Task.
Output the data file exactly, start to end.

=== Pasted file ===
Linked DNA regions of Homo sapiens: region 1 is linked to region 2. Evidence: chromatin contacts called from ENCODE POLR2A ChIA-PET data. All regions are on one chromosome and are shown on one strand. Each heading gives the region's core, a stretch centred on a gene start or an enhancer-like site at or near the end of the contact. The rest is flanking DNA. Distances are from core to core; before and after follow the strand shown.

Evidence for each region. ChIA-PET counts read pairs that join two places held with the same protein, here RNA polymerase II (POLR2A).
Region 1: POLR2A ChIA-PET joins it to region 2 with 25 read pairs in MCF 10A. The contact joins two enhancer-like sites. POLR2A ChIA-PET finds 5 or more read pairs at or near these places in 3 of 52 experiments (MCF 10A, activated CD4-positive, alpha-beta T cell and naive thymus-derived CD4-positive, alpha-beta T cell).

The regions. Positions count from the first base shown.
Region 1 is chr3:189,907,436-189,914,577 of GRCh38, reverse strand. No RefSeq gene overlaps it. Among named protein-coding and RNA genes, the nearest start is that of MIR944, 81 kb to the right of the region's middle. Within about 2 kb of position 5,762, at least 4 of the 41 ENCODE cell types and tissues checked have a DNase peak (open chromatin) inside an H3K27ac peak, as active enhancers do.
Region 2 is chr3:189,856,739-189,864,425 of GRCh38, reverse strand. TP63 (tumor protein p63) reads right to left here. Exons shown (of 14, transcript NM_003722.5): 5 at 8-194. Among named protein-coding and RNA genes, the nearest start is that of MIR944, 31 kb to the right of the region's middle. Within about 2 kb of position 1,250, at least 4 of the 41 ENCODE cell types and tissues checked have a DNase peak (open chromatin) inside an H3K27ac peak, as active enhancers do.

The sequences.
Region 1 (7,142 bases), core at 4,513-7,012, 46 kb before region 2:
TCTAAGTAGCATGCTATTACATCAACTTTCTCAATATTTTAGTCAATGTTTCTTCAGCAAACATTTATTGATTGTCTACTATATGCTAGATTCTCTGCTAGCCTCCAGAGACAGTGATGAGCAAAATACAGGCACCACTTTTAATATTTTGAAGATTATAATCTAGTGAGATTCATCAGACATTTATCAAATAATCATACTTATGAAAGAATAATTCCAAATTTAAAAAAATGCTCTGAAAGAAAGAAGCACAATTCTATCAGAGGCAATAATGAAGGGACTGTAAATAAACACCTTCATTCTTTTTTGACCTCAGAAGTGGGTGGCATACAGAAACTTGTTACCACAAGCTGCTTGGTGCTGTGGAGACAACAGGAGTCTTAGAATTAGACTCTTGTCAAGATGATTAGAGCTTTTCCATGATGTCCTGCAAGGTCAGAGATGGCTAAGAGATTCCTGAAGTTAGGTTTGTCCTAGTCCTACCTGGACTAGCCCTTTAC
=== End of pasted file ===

Linked DNA regions of Homo sapiens: region 1 is linked to region 2. Evidence: chromatin contacts called from ENCODE POLR2A ChIA-PET data. All regions are on one chromosome and are shown on one strand. Each heading gives the region's core, a stretch centred on a gene start or an enhancer-like site at or near the end of the contact. The rest is flanking DNA. Distances are from core to core; before and after follow the strand shown.

Evidence for each region. ChIA-PET counts read pairs that join two places held with the same protein, here RNA polymerase II (POLR2A).
Region 1: POLR2A ChIA-PET joins it to region 2 with 25 read pairs in MCF 10A. The contact joins two enhancer-like sites. POLR2A ChIA-PET finds 5 or more read pairs at or near these places in 3 of 52 experiments (MCF 10A, activated CD4-positive, alpha-beta T cell and naive thymus-derived CD4-positive, alpha-beta T cell).

The regions. Positions count from the first base shown.
Region 1 is chr3:189,907,436-189,914,577 of GRCh38, reverse strand. No RefSeq gene overlaps it. Among named protein-coding and RNA genes, the nearest start is that of MIR944, 81 kb to the right of the region's middle. Within about 2 kb of position 5,762, at least 4 of the 41 ENCODE cell types and tissues checked have a DNase peak (open chromatin) inside an H3K27ac peak, as active enhancers do.
Region 2 is chr3:189,856,739-189,864,425 of GRCh38, reverse strand. TP63 (tumor protein p63) reads right to left here. Exons shown (of 14, transcript NM_003722.5): 5 at 8-194. Among named protein-coding and RNA genes, the nearest start is that of MIR944, 31 kb to the right of the region's middle. Within about 2 kb of position 1,250, at least 4 of the 41 ENCODE cell types and tissues checked have a DNase peak (open chromatin) inside an H3K27ac peak, as active enhancers do.

The sequences.
Region 1 (7,142 bases), core at 4,513-7,012, 46 kb before region 2:
TCTAAGTAGCATGCTATTACATCAACTTTCTCAATATTTTAGTCAATGTTTCTTCAGCAAACATTTATTGATTGTCTACTATATGCTAGATTCTCTGCTAGCCTCCAGAGACAGTGATGAGCAAAATACAGGCACCACTTTTAATATTTTGAAGATTATAATCTAGTGAGATTCATCAGACATTTATCAAATAATCATACTTATGAAAGAATAATTCCAAATTTAAAAAAATGCTCTGAAAGAAAGAAGCACAATTCTATCAGAGGCAATAATGAAGGGACTGTAAATAAACACCTTCATTCTTTTTTGACCTCAGAAGTGGGTGGCATACAGAAACTTGTTACCACAAGCTGCTTGGTGCTGTGGAGACAACAGGAGTCTTAGAATTAGACTCTTGTCAAGATGATTAGAGCTTTTCCATGATGTCCTGCAAGGTCAGAGATGGCTAAGAGATTCCTGAAGTTAGGTTTGTCCTAGTCCTACCTGGACTAGCCCTTTAC